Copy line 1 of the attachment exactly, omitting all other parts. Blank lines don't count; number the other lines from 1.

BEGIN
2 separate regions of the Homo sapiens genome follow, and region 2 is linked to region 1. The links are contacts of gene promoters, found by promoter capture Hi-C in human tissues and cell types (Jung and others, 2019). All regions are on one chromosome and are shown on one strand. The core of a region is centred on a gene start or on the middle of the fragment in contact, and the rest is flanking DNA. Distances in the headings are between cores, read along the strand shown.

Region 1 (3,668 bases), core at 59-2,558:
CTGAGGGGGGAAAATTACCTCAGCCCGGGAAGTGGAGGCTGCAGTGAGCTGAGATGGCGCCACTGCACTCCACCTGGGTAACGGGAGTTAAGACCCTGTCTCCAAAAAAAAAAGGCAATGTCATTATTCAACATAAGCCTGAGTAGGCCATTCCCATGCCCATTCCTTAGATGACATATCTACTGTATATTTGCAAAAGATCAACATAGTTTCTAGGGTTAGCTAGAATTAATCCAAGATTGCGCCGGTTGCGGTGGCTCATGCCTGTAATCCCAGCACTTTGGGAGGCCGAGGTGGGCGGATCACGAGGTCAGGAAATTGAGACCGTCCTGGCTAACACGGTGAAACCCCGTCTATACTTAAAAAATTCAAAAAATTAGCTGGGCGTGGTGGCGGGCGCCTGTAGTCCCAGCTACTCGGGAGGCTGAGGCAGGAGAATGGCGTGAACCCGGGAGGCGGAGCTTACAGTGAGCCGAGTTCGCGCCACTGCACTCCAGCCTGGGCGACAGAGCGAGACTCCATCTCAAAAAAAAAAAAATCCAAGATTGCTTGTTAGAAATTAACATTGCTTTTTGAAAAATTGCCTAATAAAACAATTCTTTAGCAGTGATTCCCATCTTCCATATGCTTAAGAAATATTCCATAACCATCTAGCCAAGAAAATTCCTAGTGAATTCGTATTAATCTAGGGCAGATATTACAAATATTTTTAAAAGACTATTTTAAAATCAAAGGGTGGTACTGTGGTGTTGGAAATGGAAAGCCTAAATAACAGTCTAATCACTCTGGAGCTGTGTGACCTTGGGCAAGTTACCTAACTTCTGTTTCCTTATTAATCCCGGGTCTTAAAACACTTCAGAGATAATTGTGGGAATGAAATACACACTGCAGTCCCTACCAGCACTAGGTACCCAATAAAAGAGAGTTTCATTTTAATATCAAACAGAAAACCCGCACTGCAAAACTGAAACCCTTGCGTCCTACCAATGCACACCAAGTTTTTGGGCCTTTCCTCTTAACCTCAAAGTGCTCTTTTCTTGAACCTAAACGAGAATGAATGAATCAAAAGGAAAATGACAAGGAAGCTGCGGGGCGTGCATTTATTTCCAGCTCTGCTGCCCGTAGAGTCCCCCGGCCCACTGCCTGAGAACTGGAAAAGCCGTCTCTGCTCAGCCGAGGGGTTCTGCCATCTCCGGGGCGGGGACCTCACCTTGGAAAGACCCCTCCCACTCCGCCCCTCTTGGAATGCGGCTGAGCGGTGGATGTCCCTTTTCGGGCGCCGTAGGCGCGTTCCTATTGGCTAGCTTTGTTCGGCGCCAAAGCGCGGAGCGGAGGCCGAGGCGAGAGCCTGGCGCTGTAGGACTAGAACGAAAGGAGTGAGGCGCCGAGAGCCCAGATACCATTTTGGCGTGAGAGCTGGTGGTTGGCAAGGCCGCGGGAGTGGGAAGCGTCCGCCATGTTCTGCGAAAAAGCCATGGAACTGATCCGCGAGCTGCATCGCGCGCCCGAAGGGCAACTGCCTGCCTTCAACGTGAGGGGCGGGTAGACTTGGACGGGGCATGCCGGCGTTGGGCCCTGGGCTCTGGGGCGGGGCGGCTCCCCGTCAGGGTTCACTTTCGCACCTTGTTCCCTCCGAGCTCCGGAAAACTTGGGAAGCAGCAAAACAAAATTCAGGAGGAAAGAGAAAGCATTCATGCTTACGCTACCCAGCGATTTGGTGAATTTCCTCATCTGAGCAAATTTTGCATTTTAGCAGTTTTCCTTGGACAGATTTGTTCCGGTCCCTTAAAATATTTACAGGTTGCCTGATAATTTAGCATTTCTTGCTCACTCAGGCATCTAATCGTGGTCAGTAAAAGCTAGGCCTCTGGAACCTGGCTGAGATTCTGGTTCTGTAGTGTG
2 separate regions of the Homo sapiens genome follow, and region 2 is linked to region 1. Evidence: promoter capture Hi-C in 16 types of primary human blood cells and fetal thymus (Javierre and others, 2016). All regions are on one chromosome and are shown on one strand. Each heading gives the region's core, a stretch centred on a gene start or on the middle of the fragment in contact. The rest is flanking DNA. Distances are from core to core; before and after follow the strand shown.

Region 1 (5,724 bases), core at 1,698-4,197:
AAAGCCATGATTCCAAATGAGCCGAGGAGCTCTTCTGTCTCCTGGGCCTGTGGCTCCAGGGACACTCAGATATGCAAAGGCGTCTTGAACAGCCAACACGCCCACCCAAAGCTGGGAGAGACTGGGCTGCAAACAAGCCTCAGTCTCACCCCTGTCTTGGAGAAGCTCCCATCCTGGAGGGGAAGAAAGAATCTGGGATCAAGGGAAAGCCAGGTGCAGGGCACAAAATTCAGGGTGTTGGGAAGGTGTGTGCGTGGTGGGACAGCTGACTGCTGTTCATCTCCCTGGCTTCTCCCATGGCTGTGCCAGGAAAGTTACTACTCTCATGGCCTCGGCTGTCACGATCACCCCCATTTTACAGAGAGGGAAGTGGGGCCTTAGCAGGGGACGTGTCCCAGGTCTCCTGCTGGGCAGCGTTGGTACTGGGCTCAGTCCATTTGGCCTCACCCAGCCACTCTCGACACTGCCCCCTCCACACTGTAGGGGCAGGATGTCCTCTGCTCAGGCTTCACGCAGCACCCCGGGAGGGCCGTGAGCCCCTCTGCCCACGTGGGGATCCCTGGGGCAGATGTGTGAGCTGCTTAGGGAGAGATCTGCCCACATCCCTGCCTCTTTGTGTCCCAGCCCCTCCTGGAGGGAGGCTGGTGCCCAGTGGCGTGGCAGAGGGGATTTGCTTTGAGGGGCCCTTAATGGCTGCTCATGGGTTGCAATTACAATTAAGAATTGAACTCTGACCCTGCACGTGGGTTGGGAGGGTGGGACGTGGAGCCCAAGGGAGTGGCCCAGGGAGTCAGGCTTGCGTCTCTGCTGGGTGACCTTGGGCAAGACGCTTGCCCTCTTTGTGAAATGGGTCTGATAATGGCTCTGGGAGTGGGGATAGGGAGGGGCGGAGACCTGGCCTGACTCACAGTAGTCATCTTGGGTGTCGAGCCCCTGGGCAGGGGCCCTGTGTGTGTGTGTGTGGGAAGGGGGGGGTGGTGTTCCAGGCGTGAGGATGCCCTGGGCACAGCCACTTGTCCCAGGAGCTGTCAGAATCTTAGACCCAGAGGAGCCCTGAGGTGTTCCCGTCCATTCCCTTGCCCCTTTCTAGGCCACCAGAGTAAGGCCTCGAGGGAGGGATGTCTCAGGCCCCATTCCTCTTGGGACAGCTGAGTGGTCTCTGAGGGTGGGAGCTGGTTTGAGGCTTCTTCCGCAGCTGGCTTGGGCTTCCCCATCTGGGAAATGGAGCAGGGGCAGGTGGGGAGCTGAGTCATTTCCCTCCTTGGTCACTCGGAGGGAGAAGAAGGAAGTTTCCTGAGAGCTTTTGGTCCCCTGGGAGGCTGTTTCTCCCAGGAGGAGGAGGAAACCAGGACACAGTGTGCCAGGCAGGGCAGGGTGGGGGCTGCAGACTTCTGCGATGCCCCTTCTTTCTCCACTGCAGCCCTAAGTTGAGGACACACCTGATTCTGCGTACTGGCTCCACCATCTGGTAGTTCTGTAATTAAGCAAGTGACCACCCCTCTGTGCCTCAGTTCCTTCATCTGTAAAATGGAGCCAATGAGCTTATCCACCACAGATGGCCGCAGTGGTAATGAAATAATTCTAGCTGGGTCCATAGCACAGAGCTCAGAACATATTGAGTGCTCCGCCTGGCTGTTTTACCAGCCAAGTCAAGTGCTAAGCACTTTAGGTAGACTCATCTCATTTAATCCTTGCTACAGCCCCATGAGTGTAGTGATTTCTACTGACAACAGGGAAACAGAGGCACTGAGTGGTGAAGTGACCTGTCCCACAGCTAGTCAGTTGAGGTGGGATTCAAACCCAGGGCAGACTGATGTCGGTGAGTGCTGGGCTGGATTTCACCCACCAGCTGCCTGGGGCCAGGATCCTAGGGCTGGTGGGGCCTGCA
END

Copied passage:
2 separate regions of the Homo sapiens genome follow, and region 2 is linked to region 1. The links are contacts of gene promoters, found by promoter capture Hi-C in human tissues and cell types (Jung and others, 2019). All regions are on one chromosome and are shown on one strand. The core of a region is centred on a gene start or on the middle of the fragment in contact, and the rest is flanking DNA. Distances in the headings are between cores, read along the strand shown.